Tuesday, January 17, 2012

French Meat Pie And The Frescos Of Saint Ann's Church

Without traditions, 
life would be as shaky as a fiddler on the roof!

As my children get older traditions are more important to them, especially around the holidays. 

One of our favorite food traditions is this French meat pie or Tourtiere (tour - tea - air). We eat it at Christmas time but it can be enjoyed any time of the year. I wrote my recipe and a little about the history of French meat pie when I started my blog, here. My recipe hasn't changed much throughout the years but, this year, I used fresh herbs and spices in place of dried or ground. 

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Before I get to the recipe I want to share a special place with you. One day this past summer I took my daughter to visit the beautiful church that I attended as a child. My family often had French meat pie on Christmas Eve after attending midnight mass here.

Postcard photo courtesy St. Ann's Arts And Cultural Center - all rights reserved.

History: This beautiful church, St. Ann's, or the "little Sistene Chapel" as we used to call it not realizing that it's actually larger than the Sistene Chapel, no longer holds regular masses. As demographics changed, the parish declined and the church eventually closed. It's now an arts and cultural center and is being maintained by a small group of volunteers who are trying save the church and its beautiful frescos from destruction. The buon frescos were made by Italian artist, Guido Nincheri, and all the faces in the paintings are of actual parishioners. So it's a museum-sized record, if you will, of the parish's ancestry. This summer, my daughter was interested in the church from something she learned in school so we visited this hidden gem and took some photos with my iPhone:

The beautiful ceiling in the foyer:

Below is a photo of the church looking back to the choir loft, which brought back lots of memories since I was a choir member while attending St. Ann's Elementary School.

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French Meat Pie Recipe (makes two pies):

3 pounds ground pork
1 small yellow onion or 1/2 a medium onion, chopped or minced
Olive oil, enough to sauté meat and onions in
About 1/4 teaspoon freshly grated nutmeg and 1/2 teaspoon cinnamon, add more to taste
About 1/2 teaspoon each of minced fresh sage, thyme, and rosemary, add more to taste (or substitute 3/4 teas of poultry seasoning for all) 

6 medium organic gold (yukon gold) potatoes, halved with skins left on (2 potatoes for every pound of pork. If you want a meatier pie, use 1 potato per pound of meat but add more meat to fill 2 pies)
2 tablespoons butter
1/4 cup milk
Pastry for two two-crust pies
Pepper to taste
For my recipe with dry herbs:  http://www.vittlesandcommittals.blogspot.com/2010/12/tourtiere-my-memere-made-this.html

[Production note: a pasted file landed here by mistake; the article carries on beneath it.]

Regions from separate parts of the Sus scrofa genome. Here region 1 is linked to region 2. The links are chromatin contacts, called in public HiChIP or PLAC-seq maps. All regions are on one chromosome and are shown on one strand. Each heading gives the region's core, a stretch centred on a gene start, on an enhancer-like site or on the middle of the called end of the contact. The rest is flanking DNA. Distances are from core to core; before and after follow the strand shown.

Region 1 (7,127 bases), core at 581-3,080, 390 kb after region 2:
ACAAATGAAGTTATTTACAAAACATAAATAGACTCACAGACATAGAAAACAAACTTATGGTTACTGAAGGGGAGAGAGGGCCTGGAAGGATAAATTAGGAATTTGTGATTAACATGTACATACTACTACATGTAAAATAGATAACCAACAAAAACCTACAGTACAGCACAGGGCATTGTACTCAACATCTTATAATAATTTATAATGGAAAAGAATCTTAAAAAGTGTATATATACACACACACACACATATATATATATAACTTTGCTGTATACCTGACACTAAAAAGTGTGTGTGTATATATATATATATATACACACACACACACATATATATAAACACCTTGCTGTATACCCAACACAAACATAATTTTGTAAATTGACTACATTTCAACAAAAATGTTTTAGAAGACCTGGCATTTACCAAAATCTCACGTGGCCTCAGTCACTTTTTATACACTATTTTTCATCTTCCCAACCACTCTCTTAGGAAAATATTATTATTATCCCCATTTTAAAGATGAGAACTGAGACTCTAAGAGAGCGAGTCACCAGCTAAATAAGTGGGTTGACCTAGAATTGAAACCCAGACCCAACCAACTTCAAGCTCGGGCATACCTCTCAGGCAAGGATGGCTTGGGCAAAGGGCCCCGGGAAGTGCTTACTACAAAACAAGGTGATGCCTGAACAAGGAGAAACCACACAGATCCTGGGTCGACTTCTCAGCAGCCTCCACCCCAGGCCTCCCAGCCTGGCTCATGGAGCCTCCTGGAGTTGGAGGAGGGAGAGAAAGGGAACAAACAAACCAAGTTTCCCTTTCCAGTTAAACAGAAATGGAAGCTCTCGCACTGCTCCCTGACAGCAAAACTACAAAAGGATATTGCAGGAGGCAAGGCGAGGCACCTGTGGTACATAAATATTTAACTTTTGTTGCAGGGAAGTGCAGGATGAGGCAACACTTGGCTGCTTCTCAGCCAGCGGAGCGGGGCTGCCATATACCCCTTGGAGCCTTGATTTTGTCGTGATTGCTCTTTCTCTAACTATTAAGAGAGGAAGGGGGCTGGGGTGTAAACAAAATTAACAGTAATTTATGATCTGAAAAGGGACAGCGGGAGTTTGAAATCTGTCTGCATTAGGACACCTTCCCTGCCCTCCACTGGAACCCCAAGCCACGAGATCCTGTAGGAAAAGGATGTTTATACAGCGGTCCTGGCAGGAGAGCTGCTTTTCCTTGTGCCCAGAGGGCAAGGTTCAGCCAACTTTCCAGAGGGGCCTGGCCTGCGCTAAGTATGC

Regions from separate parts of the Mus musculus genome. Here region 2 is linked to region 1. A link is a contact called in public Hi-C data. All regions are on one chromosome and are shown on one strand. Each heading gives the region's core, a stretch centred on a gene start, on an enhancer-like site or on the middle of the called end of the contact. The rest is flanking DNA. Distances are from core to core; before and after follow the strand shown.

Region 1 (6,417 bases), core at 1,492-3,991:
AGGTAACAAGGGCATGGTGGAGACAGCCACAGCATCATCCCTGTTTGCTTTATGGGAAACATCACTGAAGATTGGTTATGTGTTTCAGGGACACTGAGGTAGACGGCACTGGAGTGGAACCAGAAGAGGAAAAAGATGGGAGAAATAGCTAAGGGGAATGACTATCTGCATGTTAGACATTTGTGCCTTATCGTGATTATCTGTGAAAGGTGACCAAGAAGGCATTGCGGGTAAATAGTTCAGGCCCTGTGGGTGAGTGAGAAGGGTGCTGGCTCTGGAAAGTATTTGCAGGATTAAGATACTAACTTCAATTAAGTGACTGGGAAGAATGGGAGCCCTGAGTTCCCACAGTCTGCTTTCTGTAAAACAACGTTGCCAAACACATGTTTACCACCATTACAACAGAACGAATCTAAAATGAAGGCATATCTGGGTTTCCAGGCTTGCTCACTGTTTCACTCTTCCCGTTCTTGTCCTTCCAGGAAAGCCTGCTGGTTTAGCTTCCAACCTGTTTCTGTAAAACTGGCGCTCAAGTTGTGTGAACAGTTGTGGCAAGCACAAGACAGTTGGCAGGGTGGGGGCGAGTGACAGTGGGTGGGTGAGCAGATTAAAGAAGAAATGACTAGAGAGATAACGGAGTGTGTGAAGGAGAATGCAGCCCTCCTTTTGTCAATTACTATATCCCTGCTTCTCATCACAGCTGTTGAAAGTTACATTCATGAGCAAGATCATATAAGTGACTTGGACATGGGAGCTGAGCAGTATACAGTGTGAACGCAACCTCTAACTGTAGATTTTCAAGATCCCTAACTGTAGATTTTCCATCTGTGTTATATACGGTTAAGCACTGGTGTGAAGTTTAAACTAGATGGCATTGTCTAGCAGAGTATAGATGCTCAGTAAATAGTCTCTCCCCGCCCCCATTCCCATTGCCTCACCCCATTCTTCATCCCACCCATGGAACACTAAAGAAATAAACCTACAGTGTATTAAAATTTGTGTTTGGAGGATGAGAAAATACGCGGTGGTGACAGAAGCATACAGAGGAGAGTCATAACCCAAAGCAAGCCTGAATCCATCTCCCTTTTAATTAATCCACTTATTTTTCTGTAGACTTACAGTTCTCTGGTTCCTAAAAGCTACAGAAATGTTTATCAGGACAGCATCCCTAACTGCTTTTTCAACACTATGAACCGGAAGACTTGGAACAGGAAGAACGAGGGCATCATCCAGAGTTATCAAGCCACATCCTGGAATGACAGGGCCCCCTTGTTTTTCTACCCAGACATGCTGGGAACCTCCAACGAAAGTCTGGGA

Boil potatoes until fork tender. Meanwhile, saute chopped onion over medium heat in a little olive oil until soft. Add pork and cook until brown. Remove from stove, drain fat. In a large bowl, mix meat with cinnamon, nutmeg, sage, thyme, and rosemary. When potatoes are fork tender, remove from water and place in a separate bowl. Break up with a spoon or fork while adding butter, milk, and pepper to taste (keep them lumpy). Add potatoes to meat and mix together. Prepare pie plates with a sheet of pastry. Add equal amounts of filling to each pie. Top with another sheet of pastry. Slit holes in top, crimp edges and cover loosely with foil to protect from burning. Cook in oven at 350 degrees for about 45 minutes to 1 hour or until pastry is done.

This, I think, is the quickest way to prepare the meat pie:

Start with boiling the potatoes. 

While potatoes boil, cook the meat filling. 

Meanwhile (in between checking and stirring the meat mixture):

Mince fresh herbs, about three to four sage leaves, thyme leaves from a sprig or two, and rosemary needles from a piece of branch. Each herb should equal about one-half teaspoon. 

Then grate fresh spices. Start with about one-quarter teaspoon of nutmeg and cinnamon each. After tasting, I added about another quarter teaspoon of cinnamon. In this meat pie, you should be able to taste a little cinnamon.

When the meat filling is done, add herbs and spices. 

The perfect time to start the crust, if it wasn't made in advance, is while potatoes and filling cool.

Flaky Pastry For One Two-Crust Pie
This recipe is for one meat pie. I wasn't sure how well it would double so I made two separate batches. It's similar to James Beard's recipe in his American Cookery cookbook so I don't think I'm giving away any great family secret!

2 cups sifted all-purpose flour
1 teaspoon salt
3/4 cup shortening, I used Spectrum Organic All Vegetable Shortening, non-hydrogenated
4 to 5 teaspoons ice water

Sift flour and salt together into a medium bowl, cut in shortening with a fork or two knives until it resembles course cornmeal. Pour onto a cutting board and sprinkle with water, one tablespoon at time, tossing lightly with a fork, knives, or pasty cutter. Shape into two equal size balls. Use immediately or cover and refrigerate until ready. If it's refrigerated, let it return to room temperature before rolling. Roll out onto floured surface.

Well, I'm not a baker and don't have much patience for it so let's just call it a rustic pie . . .

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For more photos and more about the closing of this beautiful church that French-Canadian immigrants built, visit the American-French Genealogy website here.